Democrats in Washington state are gearing up to have a big election night Tuesday. Just how big will it be? Here are a few things to watch for as the results come in.

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Democrats in Washington state may have ample reason to celebrate Tuesday night.

The August primary, which often serves as a predictor of general-election results in state legislative races, saw Democrats outperforming GOP candidates in 16 races for legislative seats now held by Republicans.

Meanwhile, Democrats are making strong runs for three of Washington’s Republican-held congressional seats, including that of U.S. Rep. Dave Reichert, R-Auburn, who is retiring from the 8th Congressional District. Elsewhere, Republican U.S. Rep. Cathy McMorris Rodgers is fending off a challenge from Lisa Brown, a former state Senate majority leader, while U.S. Rep. Jaime Herrera Beutler is locked in a tight race against Democrat Carolyn Long.

National polling suggests Democrats are likely to take control of the U.S. House of Representatives. But, as President Donald Trump’s ascension to the White House made clear two years ago, nothing in politics is certain until the last ballots are counted.

“It’s not like I haven’t been here before and been crushed like a fly,” said Cathy Allen, a Democratic political consultant.

Here are five big factors to watch for Tuesday night.

Will young voters turn out?

Voters ages 18 to 29 are less frequent voters, but when they show up, they tend to vote for Democrats about 60 percent of the time, said Mark Alan Smith, a University of Washington professor of political science.

A biannual survey by the Institute of Politics at Harvard University found that 18- to 29-year-olds are significantly more likely to vote in this year’s midterm elections compared to 2010 and 2014.

Additionally, the state saw a surge in new voter registrations this year compared to 2014 — particularly in King County. Those new registrants tend to skew younger and more Democratic.

Has the Kavanaugh effect worn off?

Turnout so far has been unusually high for a midterm election year, which normally is a good sign for Democrats, Smith said.

Yet so far, it seems as if Republicans are also turning out fairly strongly, said Ben Anderstone, a Democratic political consultant. “It is unusual to see a year where one party is polling so well where the other party is also fairly enthusiastic,” Anderstone said.

Several polls showed a Republican boost following the confirmation hearings for Supreme Court Justice Brett Kavanaugh. Those included an Elway Research poll that showed Republican Dino Rossi leading Democrat Kim Schrier by 10 points in the 8th Congressional District race around the time of Kavanaugh’s confirmation. More recent polls have shown a much tighter contest.

Will Trump’s incendiary immigration rhetoric help or hurt local Republicans?

President Trump has gone all out in recent days to stoke fears surrounding illegal immigration, including sending thousands of troops to the U.S. border to meet a still-distant migrant caravan and pledging to end birthright citizenship.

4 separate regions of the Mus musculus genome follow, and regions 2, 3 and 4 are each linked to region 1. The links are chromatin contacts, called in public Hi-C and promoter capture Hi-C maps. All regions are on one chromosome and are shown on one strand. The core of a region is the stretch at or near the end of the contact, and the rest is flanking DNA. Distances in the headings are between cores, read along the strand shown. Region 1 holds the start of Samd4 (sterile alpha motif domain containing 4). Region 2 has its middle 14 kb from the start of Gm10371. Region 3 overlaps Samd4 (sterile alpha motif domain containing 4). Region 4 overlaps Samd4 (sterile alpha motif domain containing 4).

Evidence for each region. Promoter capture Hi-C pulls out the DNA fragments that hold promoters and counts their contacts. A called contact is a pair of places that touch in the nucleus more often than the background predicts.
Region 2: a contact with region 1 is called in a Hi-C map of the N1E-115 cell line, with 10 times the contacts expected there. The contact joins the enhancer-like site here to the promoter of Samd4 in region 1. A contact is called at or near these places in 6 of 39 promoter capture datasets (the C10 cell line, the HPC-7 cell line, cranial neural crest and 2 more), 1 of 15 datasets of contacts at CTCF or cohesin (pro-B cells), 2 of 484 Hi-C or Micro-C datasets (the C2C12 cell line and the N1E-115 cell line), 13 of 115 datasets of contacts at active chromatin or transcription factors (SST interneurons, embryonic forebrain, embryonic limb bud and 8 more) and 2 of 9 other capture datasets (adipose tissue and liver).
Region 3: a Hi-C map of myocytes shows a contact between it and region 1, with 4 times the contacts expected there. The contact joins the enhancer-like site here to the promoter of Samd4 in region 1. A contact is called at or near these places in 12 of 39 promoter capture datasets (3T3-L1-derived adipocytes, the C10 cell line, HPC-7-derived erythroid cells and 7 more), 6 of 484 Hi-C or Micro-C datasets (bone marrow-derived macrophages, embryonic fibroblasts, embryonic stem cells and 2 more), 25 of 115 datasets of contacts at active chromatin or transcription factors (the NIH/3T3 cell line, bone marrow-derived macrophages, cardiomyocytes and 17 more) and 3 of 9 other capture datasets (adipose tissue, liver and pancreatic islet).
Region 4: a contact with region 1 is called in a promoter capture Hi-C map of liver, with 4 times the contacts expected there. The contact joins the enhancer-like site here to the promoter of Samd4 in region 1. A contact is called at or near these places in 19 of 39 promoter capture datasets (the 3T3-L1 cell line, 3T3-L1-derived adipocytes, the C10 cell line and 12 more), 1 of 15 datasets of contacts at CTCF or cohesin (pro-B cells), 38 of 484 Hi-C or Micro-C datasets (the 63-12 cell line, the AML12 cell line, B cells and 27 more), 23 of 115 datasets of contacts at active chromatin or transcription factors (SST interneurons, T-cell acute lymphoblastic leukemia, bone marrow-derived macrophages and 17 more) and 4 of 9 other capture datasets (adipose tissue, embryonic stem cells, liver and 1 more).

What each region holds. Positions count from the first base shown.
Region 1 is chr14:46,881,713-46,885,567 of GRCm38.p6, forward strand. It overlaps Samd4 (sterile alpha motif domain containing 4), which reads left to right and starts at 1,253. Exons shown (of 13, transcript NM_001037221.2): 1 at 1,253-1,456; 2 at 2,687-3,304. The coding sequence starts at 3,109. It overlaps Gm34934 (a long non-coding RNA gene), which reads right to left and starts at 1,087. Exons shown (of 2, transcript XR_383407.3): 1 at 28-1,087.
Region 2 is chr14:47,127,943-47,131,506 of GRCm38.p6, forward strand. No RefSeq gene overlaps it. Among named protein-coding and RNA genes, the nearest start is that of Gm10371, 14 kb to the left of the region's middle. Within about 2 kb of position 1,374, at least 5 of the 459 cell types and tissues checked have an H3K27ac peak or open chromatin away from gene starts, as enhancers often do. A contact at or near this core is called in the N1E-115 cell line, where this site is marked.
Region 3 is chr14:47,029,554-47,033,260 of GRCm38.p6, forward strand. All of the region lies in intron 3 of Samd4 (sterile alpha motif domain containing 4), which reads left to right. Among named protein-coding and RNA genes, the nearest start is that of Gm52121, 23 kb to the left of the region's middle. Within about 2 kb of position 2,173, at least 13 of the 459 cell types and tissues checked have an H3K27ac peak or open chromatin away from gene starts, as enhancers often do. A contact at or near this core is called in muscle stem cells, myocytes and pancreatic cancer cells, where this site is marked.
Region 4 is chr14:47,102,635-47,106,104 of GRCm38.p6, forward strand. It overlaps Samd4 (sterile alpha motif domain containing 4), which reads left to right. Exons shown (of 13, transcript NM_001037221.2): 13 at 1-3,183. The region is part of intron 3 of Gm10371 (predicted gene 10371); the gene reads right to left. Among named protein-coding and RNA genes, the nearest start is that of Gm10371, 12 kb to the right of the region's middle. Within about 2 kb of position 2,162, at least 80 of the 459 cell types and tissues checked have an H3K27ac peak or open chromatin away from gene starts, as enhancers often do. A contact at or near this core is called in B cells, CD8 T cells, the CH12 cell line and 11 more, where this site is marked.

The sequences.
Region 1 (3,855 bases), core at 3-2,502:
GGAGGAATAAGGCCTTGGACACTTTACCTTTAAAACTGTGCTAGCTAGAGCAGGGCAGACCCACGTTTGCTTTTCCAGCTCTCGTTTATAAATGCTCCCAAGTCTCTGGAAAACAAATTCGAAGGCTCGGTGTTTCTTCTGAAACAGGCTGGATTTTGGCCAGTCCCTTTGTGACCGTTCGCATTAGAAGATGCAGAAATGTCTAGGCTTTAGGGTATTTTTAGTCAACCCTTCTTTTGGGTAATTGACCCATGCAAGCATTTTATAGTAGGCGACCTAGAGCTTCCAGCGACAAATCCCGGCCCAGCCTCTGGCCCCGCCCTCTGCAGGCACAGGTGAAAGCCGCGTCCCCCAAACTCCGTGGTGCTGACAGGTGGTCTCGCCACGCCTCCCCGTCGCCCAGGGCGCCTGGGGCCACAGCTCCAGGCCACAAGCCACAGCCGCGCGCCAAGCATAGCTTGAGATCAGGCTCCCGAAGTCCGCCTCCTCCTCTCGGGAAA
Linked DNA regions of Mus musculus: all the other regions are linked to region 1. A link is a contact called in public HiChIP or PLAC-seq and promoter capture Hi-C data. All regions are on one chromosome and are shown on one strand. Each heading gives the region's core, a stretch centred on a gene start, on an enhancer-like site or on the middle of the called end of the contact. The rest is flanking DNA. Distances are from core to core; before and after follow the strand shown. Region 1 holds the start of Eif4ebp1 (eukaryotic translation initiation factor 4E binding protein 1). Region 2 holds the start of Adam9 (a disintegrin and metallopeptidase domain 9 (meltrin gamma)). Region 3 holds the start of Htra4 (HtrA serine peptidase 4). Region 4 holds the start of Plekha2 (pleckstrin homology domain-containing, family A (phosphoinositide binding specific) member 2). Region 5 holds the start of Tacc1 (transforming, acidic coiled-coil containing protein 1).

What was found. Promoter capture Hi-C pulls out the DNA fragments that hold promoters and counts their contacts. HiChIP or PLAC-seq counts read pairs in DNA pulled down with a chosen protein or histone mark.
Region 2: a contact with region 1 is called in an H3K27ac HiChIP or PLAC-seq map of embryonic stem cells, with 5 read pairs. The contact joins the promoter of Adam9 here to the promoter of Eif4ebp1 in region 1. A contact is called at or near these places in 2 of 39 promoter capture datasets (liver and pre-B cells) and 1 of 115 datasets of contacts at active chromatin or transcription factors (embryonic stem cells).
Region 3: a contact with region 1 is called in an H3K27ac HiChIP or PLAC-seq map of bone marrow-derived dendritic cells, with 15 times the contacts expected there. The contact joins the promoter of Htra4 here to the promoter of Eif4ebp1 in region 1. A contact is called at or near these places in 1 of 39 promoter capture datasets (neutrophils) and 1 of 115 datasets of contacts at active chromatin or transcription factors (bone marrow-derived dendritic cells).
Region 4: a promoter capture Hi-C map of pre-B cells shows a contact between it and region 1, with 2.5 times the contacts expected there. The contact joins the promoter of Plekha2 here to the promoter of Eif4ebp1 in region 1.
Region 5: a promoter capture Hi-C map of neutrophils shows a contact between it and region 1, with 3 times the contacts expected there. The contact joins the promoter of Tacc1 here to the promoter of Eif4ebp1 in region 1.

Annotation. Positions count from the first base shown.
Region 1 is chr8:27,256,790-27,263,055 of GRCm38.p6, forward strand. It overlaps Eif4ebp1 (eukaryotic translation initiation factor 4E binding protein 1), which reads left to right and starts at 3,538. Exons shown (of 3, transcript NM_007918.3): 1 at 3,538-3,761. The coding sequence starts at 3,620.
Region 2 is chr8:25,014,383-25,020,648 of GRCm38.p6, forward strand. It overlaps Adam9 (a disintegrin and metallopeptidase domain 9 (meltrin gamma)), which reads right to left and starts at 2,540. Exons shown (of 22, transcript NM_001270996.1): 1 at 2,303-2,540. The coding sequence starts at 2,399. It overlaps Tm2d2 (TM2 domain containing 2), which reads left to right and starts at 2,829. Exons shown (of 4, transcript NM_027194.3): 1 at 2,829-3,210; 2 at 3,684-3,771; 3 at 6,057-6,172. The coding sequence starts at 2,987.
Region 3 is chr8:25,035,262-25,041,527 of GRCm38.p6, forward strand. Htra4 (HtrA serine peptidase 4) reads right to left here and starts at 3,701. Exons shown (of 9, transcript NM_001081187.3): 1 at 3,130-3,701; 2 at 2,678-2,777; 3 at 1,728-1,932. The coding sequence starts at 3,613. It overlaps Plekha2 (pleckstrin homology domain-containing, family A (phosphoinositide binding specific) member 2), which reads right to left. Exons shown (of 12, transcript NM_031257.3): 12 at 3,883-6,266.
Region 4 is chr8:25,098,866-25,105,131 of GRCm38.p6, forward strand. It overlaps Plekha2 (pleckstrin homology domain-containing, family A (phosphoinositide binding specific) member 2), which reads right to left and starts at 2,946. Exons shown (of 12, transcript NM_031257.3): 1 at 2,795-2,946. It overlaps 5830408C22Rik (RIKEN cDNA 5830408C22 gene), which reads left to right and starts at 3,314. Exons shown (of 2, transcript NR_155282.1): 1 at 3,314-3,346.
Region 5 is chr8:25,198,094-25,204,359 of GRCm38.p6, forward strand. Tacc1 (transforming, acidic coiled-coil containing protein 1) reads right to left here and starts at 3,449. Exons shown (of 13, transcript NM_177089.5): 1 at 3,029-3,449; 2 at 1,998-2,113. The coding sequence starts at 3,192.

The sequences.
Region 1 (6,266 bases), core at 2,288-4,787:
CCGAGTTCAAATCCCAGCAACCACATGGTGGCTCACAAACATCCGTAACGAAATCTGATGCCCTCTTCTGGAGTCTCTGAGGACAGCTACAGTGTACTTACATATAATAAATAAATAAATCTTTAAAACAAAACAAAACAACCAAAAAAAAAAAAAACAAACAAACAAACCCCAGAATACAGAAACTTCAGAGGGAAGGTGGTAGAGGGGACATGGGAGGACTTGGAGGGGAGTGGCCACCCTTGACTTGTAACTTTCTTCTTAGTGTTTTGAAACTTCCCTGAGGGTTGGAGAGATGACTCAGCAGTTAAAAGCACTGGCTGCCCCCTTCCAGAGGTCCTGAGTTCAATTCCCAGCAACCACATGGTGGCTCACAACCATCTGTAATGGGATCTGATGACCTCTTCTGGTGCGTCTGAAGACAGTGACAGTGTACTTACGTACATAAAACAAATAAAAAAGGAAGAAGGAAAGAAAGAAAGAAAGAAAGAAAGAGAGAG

But those issues are unlikely to motivate Republican voters in Washington state — and could end up alienating highly educated suburban women, said Cornell Clayton, director of the Thomas S. Foley Institute for Public Policy at Washington State University.

This could hurt Rossi in the 8th District, which includes suburbs in east Pierce and King counties, as well as Herrera Beutler in Southwest Washington’s 3rd Congressional District, Clayton said.

Others say Trump’s immigration rhetoric will just get lost amid all the other noise and controversies coming from the White House.

“It’s just another thing to throw on the board,” said Peter Graves, a Republican campaign consultant.

Is King County hostile territory for the GOP?

Republicans already hold few legislative seats in King County after several recent suburban losses. Now, some of the GOP’s last remaining footholds in the state’s most populous county appear to be in jeopardy, including in Issaquah and Auburn.

“There’s going to be almost no Republicans left in the Seattle metro area,” predicted Anderstone, the Democratic political consultant.

Should that happen, Republicans will have to figure out whether the region’s changing demographics mean they are locked out of the Seattle area for good, or whether they can later win back some of these seats.

“That is the $64,000 question,” said Kevin Carns, director of The Reagan Fund, which works to elect Republicans to the state House.

How much can Democrats capitalize on Trump’s low approval ratings?

Republicans say their local legislative candidates will win races the way they always have: By focusing on state-level issues rather than the national political environment.

But history has shown the president’s party almost always loses seats in midterm elections. And state legislators can be particularly affected by the national trend, mainly due to their lower name recognition with voters.

“Every legislator thinks everybody knows them, but that’s just not the case,” said Ron Dotzauer, a Democratic campaign consultant. “The legislative races in the state of Washington play off of national politics much more than people understand or realize.”

That leaves Republicans mostly trying to limit the damage this election cycle.

And, of course, planning a comeback for the next time a Democrat occupies the White House.